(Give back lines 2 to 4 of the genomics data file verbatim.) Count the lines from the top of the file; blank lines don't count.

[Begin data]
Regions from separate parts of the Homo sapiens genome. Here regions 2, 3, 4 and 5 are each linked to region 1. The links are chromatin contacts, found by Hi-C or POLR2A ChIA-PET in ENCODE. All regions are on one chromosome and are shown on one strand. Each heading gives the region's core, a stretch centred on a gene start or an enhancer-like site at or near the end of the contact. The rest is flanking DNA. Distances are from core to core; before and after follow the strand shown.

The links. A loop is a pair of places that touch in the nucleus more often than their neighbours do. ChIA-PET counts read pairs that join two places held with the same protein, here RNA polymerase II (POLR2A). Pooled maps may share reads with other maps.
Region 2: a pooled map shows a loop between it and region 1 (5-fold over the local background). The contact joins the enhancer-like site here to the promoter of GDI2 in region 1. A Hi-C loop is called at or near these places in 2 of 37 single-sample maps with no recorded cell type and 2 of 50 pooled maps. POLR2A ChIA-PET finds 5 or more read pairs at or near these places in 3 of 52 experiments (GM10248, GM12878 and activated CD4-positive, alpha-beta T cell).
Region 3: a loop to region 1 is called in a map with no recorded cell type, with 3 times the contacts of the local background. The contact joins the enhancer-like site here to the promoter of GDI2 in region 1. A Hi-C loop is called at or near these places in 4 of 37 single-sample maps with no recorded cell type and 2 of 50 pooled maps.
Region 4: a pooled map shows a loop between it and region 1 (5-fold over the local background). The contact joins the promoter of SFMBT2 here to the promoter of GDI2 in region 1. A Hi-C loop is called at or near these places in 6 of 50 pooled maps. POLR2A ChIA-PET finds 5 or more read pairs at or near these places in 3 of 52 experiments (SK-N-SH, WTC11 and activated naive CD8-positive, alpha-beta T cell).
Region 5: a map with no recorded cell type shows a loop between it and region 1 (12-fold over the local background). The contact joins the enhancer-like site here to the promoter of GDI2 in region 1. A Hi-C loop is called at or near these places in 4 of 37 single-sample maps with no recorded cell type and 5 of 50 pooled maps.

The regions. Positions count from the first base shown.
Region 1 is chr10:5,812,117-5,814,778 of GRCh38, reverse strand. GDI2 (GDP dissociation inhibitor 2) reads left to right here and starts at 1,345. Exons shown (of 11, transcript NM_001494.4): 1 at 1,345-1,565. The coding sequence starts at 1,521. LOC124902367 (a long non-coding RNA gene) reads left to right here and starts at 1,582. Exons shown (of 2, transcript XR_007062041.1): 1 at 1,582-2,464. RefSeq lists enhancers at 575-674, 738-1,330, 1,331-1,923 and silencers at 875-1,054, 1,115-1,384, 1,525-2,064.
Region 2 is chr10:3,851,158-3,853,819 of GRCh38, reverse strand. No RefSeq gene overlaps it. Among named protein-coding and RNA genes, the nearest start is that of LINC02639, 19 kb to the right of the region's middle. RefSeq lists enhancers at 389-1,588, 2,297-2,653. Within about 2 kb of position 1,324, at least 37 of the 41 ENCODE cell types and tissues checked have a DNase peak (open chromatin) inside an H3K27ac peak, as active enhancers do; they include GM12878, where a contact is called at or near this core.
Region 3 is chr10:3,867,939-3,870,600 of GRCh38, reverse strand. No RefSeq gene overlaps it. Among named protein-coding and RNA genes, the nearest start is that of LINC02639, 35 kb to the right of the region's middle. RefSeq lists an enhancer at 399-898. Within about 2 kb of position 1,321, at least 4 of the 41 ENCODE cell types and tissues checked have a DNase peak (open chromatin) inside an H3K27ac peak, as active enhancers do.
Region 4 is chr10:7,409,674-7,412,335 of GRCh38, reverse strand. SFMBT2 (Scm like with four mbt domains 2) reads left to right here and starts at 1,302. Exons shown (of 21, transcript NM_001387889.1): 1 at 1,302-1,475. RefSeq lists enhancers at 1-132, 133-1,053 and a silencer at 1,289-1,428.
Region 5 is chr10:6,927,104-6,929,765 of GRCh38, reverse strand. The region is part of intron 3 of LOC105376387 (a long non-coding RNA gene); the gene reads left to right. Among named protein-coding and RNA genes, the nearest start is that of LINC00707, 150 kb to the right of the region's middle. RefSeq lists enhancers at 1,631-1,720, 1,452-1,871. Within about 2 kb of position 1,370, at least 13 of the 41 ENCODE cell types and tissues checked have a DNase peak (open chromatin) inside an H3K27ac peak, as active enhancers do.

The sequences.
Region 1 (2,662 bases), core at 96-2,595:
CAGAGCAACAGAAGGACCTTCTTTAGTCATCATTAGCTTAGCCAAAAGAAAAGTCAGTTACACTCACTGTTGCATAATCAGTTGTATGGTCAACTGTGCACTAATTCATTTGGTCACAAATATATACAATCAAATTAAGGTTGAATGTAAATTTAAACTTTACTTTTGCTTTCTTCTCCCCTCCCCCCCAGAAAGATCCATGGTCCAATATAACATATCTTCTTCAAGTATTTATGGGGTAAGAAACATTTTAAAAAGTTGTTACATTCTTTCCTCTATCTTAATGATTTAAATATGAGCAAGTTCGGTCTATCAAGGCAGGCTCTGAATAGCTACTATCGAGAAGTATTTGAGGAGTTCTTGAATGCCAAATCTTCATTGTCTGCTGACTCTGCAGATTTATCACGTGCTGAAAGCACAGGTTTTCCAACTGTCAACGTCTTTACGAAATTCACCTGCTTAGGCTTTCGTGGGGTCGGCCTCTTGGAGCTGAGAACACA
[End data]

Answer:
The links. A loop is a pair of places that touch in the nucleus more often than their neighbours do. ChIA-PET counts read pairs that join two places held with the same protein, here RNA polymerase II (POLR2A). Pooled maps may share reads with other maps.
Region 2: a pooled map shows a loop between it and region 1 (5-fold over the local background). The contact joins the enhancer-like site here to the promoter of GDI2 in region 1. A Hi-C loop is called at or near these places in 2 of 37 single-sample maps with no recorded cell type and 2 of 50 pooled maps. POLR2A ChIA-PET finds 5 or more read pairs at or near these places in 3 of 52 experiments (GM10248, GM12878 and activated CD4-positive, alpha-beta T cell).
Region 3: a loop to region 1 is called in a map with no recorded cell type, with 3 times the contacts of the local background. The contact joins the enhancer-like site here to the promoter of GDI2 in region 1. A Hi-C loop is called at or near these places in 4 of 37 single-sample maps with no recorded cell type and 2 of 50 pooled maps.